This book is not intended to be used as an internals manual for Linux. Instead it is an introduction to operating systems in general and to Linux in particular. The chapters each follow my rule of ``working from the general to the particular''. They all first give an overview of the kernel subsystem that they are describing before launching into its gory details. I have deliberately not described the kernel's algorithms, its methods of doing things, in terms of routine_X() calls routine_Y() which increments the foo field of the bar data structure. You can read the code to find these things out. Whenever I need to understand a piece of code or describe it to someone else I often start with drawing its data structures on the white-board. So, I have described many of the relevant kernel data structures and their interrelationships in a fair amount of detail. Each chapter is fairly independent, like the Linux kernel subsystem that they each describe. Sometimes, though, there are linkages; for example you cannot describe a process without understanding how virtual memory works.
The Hardware Basics chapter (chapter ) gives a brief introduction to the modern PC. An operating system has to work closely with the hardware system that acts as its foundations. The operating system needs certain services that can only be provided by the hardware. In order to fully understand the Linux operating system, you need to understand the basics of the underlying hardware.
The Software Basics chapter (chapter ) introduces basic software principals and looks at assembly and C programing langauges. It looks at the tools that are used to build an operating system like Linux and it gives an overview of the aims and functions of an operating system.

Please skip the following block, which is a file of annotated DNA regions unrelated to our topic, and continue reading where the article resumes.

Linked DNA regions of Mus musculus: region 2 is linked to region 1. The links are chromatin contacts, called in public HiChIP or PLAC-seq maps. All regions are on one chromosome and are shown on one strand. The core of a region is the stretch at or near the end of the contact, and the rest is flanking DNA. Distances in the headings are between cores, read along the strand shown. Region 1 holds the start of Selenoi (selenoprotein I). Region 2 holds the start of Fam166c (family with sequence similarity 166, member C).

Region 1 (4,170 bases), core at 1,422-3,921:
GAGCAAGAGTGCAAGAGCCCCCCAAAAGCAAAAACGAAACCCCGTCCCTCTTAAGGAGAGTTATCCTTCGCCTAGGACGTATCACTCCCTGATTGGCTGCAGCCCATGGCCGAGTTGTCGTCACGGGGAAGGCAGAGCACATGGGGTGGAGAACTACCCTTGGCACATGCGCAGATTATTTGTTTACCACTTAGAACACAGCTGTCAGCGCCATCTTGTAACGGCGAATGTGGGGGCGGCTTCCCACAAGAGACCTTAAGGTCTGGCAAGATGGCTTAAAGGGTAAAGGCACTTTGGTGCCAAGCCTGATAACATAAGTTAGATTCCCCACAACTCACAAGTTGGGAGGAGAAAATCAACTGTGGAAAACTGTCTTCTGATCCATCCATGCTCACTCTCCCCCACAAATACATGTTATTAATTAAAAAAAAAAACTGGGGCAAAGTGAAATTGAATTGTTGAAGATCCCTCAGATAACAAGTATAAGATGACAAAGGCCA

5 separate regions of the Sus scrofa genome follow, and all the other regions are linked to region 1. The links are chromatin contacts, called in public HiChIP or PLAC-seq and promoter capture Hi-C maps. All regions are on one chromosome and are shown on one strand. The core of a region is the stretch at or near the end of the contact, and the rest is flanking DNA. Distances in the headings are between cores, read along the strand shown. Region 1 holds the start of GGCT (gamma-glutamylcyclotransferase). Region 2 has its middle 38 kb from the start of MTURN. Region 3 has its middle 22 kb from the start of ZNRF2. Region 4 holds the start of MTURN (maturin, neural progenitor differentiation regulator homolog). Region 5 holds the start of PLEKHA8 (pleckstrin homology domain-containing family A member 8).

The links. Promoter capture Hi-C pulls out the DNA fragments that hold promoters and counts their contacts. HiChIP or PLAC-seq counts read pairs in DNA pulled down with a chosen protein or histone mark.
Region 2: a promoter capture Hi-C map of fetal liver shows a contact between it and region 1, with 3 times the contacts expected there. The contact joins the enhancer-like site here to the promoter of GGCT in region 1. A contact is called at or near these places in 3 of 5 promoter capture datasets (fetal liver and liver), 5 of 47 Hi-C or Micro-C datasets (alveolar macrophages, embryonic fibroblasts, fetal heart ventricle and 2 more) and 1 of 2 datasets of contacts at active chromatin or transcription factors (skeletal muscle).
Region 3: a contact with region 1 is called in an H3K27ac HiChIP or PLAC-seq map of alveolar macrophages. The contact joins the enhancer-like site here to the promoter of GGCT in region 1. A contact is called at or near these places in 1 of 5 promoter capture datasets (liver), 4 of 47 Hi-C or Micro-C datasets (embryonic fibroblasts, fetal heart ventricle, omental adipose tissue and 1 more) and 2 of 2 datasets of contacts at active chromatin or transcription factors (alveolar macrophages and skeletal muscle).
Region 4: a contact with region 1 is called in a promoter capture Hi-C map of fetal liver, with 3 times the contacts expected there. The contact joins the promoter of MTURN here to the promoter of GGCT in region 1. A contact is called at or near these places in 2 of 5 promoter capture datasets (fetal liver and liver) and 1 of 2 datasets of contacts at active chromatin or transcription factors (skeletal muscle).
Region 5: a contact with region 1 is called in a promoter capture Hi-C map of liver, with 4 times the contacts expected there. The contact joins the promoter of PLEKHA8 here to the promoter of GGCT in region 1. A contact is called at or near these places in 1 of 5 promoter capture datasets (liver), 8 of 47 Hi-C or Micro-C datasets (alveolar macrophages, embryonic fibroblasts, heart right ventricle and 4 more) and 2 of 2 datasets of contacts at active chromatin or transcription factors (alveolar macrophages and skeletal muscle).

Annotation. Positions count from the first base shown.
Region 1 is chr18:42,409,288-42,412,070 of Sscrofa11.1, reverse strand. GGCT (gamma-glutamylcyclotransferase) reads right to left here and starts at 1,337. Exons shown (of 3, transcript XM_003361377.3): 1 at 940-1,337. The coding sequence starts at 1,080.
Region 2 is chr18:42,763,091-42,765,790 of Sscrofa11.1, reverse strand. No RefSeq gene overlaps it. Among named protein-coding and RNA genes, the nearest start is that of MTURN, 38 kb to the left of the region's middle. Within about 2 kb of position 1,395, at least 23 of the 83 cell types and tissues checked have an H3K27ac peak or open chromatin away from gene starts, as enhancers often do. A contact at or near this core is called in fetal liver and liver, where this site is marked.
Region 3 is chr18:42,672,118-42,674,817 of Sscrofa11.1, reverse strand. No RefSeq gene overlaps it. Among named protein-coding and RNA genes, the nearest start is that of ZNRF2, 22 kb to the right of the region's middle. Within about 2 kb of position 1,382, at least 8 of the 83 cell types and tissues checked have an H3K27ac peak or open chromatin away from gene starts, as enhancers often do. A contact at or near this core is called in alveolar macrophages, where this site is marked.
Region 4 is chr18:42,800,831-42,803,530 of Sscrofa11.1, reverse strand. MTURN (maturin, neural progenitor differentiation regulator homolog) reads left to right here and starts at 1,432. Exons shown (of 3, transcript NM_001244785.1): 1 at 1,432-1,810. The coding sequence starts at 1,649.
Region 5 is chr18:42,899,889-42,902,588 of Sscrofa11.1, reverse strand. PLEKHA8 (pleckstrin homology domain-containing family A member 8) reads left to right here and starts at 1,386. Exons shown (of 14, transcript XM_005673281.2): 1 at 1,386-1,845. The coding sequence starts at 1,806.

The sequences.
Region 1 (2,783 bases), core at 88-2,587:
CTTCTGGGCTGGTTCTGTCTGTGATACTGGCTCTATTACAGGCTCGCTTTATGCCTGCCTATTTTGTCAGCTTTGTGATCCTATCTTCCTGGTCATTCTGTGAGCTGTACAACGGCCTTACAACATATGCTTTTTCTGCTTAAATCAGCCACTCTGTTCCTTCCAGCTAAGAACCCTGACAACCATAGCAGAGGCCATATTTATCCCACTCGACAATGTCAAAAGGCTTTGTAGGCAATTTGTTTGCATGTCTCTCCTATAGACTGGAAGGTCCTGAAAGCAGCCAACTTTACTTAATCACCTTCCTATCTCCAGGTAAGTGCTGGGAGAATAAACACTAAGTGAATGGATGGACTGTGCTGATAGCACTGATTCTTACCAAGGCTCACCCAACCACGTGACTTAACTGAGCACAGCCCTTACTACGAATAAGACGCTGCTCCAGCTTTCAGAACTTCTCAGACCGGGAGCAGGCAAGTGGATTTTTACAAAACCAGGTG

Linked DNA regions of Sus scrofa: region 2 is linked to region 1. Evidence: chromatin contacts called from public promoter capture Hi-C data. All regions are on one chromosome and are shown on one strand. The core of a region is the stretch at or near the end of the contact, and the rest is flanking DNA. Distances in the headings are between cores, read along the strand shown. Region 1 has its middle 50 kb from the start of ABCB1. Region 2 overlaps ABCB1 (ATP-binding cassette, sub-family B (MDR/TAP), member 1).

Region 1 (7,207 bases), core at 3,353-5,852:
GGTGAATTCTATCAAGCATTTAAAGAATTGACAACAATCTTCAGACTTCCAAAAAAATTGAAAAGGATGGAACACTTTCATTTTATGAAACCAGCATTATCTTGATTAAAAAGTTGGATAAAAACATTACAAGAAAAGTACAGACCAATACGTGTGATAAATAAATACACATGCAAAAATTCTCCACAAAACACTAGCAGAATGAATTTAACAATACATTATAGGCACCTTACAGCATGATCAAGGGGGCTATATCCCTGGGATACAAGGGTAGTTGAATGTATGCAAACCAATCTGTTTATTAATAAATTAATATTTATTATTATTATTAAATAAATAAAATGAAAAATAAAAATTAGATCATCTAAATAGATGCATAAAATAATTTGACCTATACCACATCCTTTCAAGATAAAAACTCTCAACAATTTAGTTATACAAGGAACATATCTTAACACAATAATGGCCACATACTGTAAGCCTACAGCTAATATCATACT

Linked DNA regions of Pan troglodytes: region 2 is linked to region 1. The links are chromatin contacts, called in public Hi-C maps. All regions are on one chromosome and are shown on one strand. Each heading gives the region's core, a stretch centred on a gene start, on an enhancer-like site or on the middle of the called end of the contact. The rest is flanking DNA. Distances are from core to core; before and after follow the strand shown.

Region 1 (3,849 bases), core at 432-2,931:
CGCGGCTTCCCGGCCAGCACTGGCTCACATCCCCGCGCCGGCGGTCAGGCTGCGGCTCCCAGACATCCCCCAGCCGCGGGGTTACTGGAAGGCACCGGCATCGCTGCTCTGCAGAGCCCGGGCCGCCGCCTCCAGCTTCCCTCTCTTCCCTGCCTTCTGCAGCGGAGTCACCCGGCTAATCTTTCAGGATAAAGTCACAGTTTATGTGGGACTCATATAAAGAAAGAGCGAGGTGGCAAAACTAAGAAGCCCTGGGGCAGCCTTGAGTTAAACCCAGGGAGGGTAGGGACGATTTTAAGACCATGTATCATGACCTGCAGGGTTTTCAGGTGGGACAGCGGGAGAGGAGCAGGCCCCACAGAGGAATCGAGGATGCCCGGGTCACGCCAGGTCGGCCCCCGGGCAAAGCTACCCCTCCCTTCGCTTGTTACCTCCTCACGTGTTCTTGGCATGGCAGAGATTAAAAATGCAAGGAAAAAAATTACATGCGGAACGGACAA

The Memory Management chapter (chapter ) describes the way that Linux handles the physical and virtual memory in the system.
The Processes chapter (chapter ) describes how the Linux kernel creates, manages and deletes the processes in the system. It describes how their activities are synchronized with each other and with the kernel itself using the various interprocess communication mechanisms supported by Linux.
The Peripheral Component Interconnect (PCI) standard is now firmly established as the low cost, high performance data bus for PCs. The PCI chapter (chapter ) describes how the PCI buses and devices are initialized and used by the Linux kernel.
The Interrupts and Interrupt Handling chapter (chapter ) looks at how interrupts are handled by the Linux kernel. Whilst the kernel has generic mechanisms and interfaces for handling interrupts, some of the interrupt handling details are hardware and architecture specific.
The Device Drivers chapter (chapter ) describes how the Linux kernel controls the physical devices in the system. One of Linux's strengths is its support for the many available hardware devices for the modern PC.
The File system chapter (chapter ) describes how the Linux kernel maintains the files in the file systems that it supports. It describes the Virtual File System (VFS) and how the Linux kernel's real file systems are supported.
The Kernel Mechanisms chapter (chapter ) looks at some of the general tasks and mechanisms that the Linux kernel needs to supply so that other parts of the kernel work effectively together.
The Modules chapter (chapter ) describes how the Linux kernel can dynamically load functions, for example file systems, only when they are needed.
The Sources chapter (chapter ) describes where in the Linux kernel sources you should start looking for particular kernel functions.